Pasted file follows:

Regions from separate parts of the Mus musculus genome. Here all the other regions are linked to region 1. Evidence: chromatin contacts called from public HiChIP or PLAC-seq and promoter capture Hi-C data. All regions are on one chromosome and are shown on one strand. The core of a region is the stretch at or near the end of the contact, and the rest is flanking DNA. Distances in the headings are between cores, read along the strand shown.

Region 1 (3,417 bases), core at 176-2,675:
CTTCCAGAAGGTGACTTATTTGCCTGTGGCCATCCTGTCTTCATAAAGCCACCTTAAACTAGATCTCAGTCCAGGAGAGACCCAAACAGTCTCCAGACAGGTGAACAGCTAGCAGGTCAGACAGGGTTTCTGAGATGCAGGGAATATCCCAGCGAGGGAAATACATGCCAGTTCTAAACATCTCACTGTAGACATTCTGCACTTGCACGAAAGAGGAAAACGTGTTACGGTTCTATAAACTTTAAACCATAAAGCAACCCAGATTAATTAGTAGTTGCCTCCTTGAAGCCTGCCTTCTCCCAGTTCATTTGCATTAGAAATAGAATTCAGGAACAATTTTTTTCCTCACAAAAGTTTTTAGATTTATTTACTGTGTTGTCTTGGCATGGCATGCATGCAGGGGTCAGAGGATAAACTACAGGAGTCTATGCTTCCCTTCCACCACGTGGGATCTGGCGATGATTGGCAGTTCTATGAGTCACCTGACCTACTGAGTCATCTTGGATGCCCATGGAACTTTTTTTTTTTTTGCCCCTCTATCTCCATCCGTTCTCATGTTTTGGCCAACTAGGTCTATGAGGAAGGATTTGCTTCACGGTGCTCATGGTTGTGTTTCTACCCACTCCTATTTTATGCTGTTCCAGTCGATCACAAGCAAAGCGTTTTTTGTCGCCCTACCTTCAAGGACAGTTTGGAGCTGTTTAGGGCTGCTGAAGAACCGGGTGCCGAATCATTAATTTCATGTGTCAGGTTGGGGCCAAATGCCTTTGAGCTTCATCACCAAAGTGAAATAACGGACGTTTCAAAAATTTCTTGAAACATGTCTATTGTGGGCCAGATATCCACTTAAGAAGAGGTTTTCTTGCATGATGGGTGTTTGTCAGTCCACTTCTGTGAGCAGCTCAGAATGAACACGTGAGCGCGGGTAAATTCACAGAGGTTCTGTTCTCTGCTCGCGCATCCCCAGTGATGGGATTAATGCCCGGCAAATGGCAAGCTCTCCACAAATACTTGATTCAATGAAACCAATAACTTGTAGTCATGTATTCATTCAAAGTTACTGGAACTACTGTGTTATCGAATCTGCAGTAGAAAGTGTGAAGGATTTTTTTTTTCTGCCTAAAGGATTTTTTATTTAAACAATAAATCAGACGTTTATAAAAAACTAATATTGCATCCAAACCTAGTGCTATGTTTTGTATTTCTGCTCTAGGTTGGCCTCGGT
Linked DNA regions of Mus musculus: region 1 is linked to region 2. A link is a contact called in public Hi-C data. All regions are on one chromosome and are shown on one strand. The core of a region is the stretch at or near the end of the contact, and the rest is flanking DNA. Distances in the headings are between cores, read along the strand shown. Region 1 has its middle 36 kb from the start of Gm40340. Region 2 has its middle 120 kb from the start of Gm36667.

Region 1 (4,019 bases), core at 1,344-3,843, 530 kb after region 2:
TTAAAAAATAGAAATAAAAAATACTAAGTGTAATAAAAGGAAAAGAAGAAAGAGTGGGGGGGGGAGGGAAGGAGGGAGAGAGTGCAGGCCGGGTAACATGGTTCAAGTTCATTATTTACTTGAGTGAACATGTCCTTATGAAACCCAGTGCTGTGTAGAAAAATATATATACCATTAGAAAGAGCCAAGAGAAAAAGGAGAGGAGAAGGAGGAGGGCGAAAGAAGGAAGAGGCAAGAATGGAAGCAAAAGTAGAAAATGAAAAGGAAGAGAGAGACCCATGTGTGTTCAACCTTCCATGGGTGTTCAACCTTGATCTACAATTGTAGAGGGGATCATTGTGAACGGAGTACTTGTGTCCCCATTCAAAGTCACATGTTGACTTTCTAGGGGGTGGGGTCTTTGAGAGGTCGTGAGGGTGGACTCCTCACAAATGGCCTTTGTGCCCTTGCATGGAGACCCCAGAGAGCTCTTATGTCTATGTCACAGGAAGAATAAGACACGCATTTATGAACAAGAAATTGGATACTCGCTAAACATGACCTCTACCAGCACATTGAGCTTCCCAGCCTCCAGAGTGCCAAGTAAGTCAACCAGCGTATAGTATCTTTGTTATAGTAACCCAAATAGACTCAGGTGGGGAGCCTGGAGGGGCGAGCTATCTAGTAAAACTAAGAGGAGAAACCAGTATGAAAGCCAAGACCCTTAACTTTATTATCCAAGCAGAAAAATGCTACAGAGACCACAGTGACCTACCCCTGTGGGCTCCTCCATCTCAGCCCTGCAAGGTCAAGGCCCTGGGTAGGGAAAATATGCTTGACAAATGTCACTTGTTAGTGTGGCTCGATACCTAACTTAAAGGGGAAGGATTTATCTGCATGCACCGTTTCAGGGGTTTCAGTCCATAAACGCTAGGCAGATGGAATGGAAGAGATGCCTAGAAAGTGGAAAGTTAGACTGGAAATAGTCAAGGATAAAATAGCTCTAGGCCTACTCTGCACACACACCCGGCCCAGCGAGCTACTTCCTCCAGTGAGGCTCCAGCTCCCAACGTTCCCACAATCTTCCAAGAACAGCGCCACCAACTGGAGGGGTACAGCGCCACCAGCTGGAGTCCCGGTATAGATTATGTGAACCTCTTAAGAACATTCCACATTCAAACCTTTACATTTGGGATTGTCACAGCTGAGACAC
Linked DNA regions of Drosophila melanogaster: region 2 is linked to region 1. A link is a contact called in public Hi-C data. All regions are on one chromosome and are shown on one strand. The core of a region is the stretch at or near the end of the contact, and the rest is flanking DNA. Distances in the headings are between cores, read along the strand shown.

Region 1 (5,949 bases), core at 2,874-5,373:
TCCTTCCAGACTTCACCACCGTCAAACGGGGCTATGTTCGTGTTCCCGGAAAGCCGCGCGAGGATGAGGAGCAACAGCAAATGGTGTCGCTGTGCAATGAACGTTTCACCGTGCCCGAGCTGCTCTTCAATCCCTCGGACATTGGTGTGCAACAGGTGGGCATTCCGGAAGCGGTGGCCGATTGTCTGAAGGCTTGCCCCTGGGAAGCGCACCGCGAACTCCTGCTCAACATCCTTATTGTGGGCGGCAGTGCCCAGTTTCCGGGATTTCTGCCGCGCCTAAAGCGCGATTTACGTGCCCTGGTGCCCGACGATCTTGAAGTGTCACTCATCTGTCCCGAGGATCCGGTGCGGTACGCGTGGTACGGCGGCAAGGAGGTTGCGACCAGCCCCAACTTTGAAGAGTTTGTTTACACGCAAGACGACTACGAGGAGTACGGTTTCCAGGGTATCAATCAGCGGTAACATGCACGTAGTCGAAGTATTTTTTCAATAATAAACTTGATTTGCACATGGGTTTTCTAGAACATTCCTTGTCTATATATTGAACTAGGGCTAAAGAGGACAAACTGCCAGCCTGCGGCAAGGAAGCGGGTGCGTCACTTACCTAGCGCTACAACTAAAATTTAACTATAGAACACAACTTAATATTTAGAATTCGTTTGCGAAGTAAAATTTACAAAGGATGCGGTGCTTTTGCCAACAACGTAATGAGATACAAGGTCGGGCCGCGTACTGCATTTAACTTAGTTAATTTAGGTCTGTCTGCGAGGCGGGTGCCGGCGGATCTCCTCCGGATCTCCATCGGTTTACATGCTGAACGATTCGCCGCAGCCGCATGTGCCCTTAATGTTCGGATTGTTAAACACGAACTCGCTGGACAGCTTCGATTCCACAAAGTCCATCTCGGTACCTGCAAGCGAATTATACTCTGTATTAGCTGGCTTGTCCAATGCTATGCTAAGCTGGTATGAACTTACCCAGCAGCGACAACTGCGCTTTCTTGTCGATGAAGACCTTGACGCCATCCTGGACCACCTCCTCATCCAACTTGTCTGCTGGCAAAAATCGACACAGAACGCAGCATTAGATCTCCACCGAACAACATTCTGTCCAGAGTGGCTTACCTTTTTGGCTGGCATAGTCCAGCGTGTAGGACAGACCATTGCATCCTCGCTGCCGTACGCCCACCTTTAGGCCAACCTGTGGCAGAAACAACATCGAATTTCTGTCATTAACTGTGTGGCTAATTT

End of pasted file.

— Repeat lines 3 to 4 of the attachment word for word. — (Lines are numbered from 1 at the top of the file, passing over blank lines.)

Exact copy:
CTTCCAGAAGGTGACTTATTTGCCTGTGGCCATCCTGTCTTCATAAAGCCACCTTAAACTAGATCTCAGTCCAGGAGAGACCCAAACAGTCTCCAGACAGGTGAACAGCTAGCAGGTCAGACAGGGTTTCTGAGATGCAGGGAATATCCCAGCGAGGGAAATACATGCCAGTTCTAAACATCTCACTGTAGACATTCTGCACTTGCACGAAAGAGGAAAACGTGTTACGGTTCTATAAACTTTAAACCATAAAGCAACCCAGATTAATTAGTAGTTGCCTCCTTGAAGCCTGCCTTCTCCCAGTTCATTTGCATTAGAAATAGAATTCAGGAACAATTTTTTTCCTCACAAAAGTTTTTAGATTTATTTACTGTGTTGTCTTGGCATGGCATGCATGCAGGGGTCAGAGGATAAACTACAGGAGTCTATGCTTCCCTTCCACCACGTGGGATCTGGCGATGATTGGCAGTTCTATGAGTCACCTGACCTACTGAGTCATCTTGGATGCCCATGGAACTTTTTTTTTTTTTGCCCCTCTATCTCCATCCGTTCTCATGTTTTGGCCAACTAGGTCTATGAGGAAGGATTTGCTTCACGGTGCTCATGGTTGTGTTTCTACCCACTCCTATTTTATGCTGTTCCAGTCGATCACAAGCAAAGCGTTTTTTGTCGCCCTACCTTCAAGGACAGTTTGGAGCTGTTTAGGGCTGCTGAAGAACCGGGTGCCGAATCATTAATTTCATGTGTCAGGTTGGGGCCAAATGCCTTTGAGCTTCATCACCAAAGTGAAATAACGGACGTTTCAAAAATTTCTTGAAACATGTCTATTGTGGGCCAGATATCCACTTAAGAAGAGGTTTTCTTGCATGATGGGTGTTTGTCAGTCCACTTCTGTGAGCAGCTCAGAATGAACACGTGAGCGCGGGTAAATTCACAGAGGTTCTGTTCTCTGCTCGCGCATCCCCAGTGATGGGATTAATGCCCGGCAAATGGCAAGCTCTCCACAAATACTTGATTCAATGAAACCAATAACTTGTAGTCATGTATTCATTCAAAGTTACTGGAACTACTGTGTTATCGAATCTGCAGTAGAAAGTGTGAAGGATTTTTTTTTTCTGCCTAAAGGATTTTTTATTTAAACAATAAATCAGACGTTTATAAAAAACTAATATTGCATCCAAACCTAGTGCTATGTTTTGTATTTCTGCTCTAGGTTGGCCTCGGT
Linked DNA regions of Mus musculus: region 1 is linked to region 2. A link is a contact called in public Hi-C data. All regions are on one chromosome and are shown on one strand. The core of a region is the stretch at or near the end of the contact, and the rest is flanking DNA. Distances in the headings are between cores, read along the strand shown. Region 1 has its middle 36 kb from the start of Gm40340. Region 2 has its middle 120 kb from the start of Gm36667.